New research looks as the relationship between vegetation productivity and short-term climate variability.
An international team says it has developed an new measurement that can quantify the affect of short-term climate change on vegetation productivity and map areas that are the most sensitive to the changes.
An article on eurekalert.org reports on a new paper published in the journal Nature, that reveals climate-sensitive ecosystems across the world. Study researcher Alistair Seddon at the Department of Biology at the University of Bergen (UiB), said the team based their analysis on data collected over the last 14 years and they have found several regions with high sensitivity to climate variability.
Seddon, adds, “We have found ecologically sensitive regions with amplified responses to climate variability in the Arctic tundra, parts of the boreal forest belt, the tropical rainforest, alpine regions worldwide, steppe and prairie regions of central Asia and North and South America, forests in South America, and eastern areas of Australia.”
The researchers say they have developed a quantifiable response measurement, called the Vegetation Sensitivity Index (VSI), that can show how ecosystems are challenged by short-term climate anomalies, such as a warmer June than the average, a colder December, or even a cloudy September. The team says the index can supplement other methods of monitoring and evaluating the health of ecosystems across the globe.
Using satellite data collected from 2000 through 2013, the team first identified the climate variability factors that were important to the ecosystem in a given location. Then they compared the variability in productivity, also obtained through satellite technology, against the importance of the variables.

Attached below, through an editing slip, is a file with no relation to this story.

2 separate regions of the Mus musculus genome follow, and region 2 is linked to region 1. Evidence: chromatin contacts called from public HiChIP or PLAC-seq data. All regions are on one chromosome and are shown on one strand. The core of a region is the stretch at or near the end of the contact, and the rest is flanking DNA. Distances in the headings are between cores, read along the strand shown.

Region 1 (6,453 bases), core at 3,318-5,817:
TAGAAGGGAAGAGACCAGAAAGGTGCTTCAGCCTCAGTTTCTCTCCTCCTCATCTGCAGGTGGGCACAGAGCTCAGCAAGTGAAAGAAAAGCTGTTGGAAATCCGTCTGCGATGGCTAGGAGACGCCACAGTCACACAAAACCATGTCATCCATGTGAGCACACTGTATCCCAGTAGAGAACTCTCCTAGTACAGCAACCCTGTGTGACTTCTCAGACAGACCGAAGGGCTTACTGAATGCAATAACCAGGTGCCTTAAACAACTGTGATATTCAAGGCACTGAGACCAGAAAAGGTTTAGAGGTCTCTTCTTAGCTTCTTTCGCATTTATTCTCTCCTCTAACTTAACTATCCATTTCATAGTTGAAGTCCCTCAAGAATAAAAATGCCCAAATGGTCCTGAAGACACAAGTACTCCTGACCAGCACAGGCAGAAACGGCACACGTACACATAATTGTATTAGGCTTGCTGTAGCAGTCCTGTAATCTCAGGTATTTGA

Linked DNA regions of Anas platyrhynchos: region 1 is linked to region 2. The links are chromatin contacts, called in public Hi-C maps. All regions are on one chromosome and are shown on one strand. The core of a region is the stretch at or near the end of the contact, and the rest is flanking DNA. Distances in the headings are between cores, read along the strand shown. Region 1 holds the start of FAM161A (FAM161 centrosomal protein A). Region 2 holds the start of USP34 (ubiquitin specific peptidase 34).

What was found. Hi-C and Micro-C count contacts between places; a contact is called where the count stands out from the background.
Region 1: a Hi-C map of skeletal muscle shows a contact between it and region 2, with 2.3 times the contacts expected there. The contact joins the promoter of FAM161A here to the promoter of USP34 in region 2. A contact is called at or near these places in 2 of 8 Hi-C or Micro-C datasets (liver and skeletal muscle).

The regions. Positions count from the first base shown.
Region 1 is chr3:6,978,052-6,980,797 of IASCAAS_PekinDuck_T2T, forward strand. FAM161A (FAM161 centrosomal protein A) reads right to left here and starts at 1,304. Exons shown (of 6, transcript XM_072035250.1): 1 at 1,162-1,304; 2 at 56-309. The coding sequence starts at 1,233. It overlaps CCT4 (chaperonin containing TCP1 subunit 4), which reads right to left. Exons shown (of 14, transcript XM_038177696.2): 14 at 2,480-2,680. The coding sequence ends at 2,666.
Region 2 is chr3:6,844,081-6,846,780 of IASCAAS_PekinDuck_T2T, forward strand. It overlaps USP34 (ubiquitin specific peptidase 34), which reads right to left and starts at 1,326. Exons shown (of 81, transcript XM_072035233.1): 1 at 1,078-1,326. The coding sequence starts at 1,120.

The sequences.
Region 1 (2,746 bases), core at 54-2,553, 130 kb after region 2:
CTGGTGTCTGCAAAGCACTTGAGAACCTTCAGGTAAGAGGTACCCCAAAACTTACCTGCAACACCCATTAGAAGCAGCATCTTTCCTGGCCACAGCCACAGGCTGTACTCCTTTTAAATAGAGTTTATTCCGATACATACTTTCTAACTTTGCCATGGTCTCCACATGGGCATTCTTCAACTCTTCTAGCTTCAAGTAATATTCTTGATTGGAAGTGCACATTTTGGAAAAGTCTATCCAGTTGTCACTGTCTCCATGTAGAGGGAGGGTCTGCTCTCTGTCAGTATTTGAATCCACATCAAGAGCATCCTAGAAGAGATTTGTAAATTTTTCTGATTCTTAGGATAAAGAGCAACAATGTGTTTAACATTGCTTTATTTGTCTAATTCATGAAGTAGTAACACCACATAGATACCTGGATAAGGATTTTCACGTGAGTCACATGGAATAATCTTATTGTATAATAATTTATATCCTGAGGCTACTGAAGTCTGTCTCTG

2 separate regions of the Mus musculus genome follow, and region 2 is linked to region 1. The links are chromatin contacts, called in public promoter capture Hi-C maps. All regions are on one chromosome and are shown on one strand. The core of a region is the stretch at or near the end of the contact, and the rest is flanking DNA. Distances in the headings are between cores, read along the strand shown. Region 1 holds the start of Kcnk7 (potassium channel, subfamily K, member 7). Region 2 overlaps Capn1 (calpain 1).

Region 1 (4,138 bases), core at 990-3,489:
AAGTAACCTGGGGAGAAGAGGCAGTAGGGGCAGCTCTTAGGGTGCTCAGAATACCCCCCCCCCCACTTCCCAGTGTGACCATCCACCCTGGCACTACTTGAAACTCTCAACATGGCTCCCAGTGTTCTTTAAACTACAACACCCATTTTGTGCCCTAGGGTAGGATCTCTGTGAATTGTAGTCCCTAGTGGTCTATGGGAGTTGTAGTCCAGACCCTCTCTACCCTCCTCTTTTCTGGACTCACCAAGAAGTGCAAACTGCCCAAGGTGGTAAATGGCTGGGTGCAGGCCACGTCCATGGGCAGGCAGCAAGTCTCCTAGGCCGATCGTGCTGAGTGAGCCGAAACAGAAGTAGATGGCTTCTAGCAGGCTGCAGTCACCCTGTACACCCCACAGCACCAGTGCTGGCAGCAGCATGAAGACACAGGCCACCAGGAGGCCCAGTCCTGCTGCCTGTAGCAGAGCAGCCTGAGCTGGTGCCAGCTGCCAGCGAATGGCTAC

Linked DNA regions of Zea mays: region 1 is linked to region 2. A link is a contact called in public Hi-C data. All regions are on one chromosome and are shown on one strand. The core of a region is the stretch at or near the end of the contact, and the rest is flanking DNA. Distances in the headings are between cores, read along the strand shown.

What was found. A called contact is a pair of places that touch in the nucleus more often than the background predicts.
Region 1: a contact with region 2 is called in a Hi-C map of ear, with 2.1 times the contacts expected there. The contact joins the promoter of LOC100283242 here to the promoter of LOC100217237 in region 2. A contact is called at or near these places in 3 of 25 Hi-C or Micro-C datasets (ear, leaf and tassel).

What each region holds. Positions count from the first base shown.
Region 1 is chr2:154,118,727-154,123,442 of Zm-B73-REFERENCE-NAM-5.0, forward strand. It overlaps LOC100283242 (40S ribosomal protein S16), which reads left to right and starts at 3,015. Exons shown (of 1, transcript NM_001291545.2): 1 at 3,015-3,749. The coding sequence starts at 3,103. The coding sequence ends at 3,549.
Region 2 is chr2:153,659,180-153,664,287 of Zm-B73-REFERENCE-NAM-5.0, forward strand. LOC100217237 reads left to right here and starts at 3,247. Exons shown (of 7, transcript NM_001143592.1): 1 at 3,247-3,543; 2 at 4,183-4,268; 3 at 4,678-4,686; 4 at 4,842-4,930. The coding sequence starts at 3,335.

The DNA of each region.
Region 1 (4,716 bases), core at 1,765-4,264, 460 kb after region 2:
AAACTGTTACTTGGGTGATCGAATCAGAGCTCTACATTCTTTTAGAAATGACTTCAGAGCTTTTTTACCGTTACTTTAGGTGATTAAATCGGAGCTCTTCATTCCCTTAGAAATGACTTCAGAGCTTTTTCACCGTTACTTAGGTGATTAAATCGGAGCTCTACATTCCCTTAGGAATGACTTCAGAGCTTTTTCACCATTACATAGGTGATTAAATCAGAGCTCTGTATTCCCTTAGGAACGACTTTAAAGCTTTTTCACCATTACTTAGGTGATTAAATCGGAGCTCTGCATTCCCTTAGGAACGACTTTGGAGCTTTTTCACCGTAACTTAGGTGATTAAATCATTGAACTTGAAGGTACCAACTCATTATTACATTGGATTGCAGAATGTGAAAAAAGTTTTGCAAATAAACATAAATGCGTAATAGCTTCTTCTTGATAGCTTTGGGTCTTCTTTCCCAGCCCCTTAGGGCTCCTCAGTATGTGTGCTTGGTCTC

Seddon said, “This kind of information can be really useful for national-scale ecosystem assessments, like Nordic Nature. Even more interesting is that as satellite measurements continue and so as the datasets get longer, we will be able to recalculate our metric over longer time periods to investigate how and if ecosystem sensitivity to climate variability is changing over time.”
Many of the locations were already of high concern to scientists, but the new index pointed out some areas that have not been high on the radar, such as Caatinga, a highly threatened shrub forest in northeastern Brazil. The researchers hope the new index can be used a tool for predicting the effects of short-term climate change and aid in monitoring endangered ecosystems around the world.